• Nehar (Appellant) entered into 10 derivative contracts/ transactions with HSBC (Respondents).
  • Appellant claims 2 out of 10 transactions were canceled on grounds of violating the FEMA Act and RBI Guidelines.
  • Appellants files suits in Civil Court Ludhiana seeking clarification on the two said transactions.
  • Civil Court grants interim injunction and orders to maintain status quo.
  • Respondent files application of transfer of case from Civil Court to DRT, Mumbai at Punjab & Haryana High Court.
  • High Court permits transfer in form of a counterclaim
  • Appellant filed suit in the Supreme Court seeking clarification.

HELD:

  • The Supreme Court held that Ranjan Chemicals could not have departed from the law laid down in ABS Marine, as it was a decision of a coordinate Bench.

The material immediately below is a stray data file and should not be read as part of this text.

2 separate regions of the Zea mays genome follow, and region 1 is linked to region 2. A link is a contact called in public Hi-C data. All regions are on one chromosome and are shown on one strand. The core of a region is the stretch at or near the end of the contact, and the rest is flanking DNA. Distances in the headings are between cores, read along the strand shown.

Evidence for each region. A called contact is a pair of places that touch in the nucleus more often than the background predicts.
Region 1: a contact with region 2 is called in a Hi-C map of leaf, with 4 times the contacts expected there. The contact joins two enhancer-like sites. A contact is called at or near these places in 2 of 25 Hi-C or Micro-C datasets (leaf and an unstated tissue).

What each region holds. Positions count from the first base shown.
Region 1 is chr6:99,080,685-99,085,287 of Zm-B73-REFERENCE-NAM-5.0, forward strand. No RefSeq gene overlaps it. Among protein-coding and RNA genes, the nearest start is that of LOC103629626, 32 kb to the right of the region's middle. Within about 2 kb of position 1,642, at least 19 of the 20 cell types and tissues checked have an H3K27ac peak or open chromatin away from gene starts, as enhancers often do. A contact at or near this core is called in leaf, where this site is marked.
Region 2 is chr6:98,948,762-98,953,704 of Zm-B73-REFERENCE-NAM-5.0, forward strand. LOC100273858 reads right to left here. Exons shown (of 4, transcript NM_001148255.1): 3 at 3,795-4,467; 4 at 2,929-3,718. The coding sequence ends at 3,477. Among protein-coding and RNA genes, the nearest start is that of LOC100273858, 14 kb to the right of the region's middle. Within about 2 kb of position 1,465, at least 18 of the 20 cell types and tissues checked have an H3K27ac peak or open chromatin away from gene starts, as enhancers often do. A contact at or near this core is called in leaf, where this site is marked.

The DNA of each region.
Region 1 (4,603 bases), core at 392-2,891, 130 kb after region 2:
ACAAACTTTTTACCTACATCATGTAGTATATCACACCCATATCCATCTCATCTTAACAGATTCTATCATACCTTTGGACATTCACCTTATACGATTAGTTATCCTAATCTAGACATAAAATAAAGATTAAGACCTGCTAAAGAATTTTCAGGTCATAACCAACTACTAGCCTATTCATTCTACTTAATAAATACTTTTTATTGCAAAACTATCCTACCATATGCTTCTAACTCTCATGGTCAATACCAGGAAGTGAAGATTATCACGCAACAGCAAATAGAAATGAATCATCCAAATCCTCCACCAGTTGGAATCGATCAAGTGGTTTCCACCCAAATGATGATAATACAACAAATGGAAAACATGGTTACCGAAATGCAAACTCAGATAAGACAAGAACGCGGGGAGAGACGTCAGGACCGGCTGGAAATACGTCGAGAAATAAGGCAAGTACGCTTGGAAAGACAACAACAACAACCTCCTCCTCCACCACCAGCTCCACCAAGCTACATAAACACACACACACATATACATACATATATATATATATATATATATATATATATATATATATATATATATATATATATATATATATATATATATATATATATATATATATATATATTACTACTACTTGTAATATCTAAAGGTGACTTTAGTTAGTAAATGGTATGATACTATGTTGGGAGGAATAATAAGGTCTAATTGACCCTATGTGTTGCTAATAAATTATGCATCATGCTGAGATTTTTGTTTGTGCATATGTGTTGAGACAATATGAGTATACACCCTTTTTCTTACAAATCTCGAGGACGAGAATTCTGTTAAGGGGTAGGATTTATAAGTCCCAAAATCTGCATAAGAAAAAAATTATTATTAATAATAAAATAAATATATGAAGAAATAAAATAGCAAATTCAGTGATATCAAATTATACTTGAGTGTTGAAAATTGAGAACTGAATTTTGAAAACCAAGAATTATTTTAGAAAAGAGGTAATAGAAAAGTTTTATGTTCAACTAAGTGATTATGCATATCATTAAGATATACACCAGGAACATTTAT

• The court seemed to have accepted the arguments that Section 31 of the DRT Act is exhaustive of the powers of transfer under the Act.
  • Substantively, the court agreed with the reasoning that a DRT is incapable of adjudicating complex issues of law and fact. It noted that a tribunal that has the “trappings” of a court is not necessarily a court, and approved decisions that had held that the DRT is not a court.
  • The court held that a case cannot be simultaneously filed at two judicial or quasi bodies and no court has the authority to transfer cases outside the purview of its jurisdiction.
  • The Court evolved two other important propositions. The first is the well-settled principle that a bar on the jurisdiction of the civil court is not to be readily inferred.